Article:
In the recently refurbished rooms of Palazzo Mazzetti in Asti, a major exhibition about the Etruscans, the main cultural link between the Mediterranean and Celtic Europe.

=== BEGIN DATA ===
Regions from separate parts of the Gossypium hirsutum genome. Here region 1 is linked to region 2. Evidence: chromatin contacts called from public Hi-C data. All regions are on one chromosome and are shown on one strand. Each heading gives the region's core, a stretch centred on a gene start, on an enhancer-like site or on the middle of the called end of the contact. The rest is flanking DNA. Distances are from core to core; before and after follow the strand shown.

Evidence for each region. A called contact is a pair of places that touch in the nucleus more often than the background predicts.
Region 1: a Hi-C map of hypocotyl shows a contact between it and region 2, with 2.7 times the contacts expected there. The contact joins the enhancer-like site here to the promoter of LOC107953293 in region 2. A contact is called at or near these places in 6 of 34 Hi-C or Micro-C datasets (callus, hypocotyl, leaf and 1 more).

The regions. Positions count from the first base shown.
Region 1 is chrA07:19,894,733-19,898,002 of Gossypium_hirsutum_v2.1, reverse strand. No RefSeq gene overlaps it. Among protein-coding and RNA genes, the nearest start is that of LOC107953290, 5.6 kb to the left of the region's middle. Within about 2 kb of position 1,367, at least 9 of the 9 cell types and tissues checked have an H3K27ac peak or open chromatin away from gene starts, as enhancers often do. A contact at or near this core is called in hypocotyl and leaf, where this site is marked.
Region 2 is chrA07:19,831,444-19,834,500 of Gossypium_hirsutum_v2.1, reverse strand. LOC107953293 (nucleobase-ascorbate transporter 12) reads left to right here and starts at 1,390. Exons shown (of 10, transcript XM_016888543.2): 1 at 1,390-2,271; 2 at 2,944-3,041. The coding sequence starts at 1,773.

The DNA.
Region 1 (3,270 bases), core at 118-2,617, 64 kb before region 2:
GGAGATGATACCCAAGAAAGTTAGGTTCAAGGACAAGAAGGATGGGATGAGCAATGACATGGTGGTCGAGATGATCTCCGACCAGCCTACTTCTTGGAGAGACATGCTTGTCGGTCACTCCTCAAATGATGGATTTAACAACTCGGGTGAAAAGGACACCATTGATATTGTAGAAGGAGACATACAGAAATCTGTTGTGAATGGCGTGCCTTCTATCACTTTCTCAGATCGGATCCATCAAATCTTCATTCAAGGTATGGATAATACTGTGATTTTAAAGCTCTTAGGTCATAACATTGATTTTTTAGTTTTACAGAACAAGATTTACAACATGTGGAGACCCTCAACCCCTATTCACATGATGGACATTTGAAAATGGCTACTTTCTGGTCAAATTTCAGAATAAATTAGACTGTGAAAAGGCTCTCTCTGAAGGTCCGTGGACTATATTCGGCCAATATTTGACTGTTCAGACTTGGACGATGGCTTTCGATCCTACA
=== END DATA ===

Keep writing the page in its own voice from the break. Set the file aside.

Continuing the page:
After nearly half a century, Piedmont is hosting a major exhibition about the Etruscans, the main cultural link between the Mediterranean and Celtic Europe. The exhibition will enable the public to see an impressive selection of little-known Etruscan and Greek antiquities, on loan from the Vatican Museums and Italy’s most important Etruscan collections. This important exhibition of about 250 artefacts is being staged in the recently refurbished rooms of Palazzo Mazzetti in Asti, restored thanks to the support of the Fondazione Cassa di Risparmio di Asti. The layout of the show can be seen in the attached catalogue. The first part dwells on the theme of the Homeric epics, highlighting the spread of the heroic ideal of the soldier-warrior and accompanies visitors to the exhibition in the same way that the poems transmitted new ideals of living and behaviour to the Etruscan and Italic aristocracies. The second part of the exhibition concentrates on the Etruscan symposium. Many of the objects on display have never been shown before – in particular, the bronze crested Villanovan helmet, hidden for centuries beneath the waters of the River Tanaro and discovered in the late 19th century – or are little-known, and other objects, on loan from the store-rooms of the Vatican Museums, are on show here for the first time. There are some good reconstructions of painted tombs, such as the ‘Tomb of the Black Sow’. The exhibition also pays tribute to the artistic vogue for things Etruscan which became popular in Europe in the 18th and 19th centuries. Finally, there is the first chance to see the study commissioned from Pelagio Palagi by King Carlo Alberto of Savoy, from the castle at Racconigi outside Turin.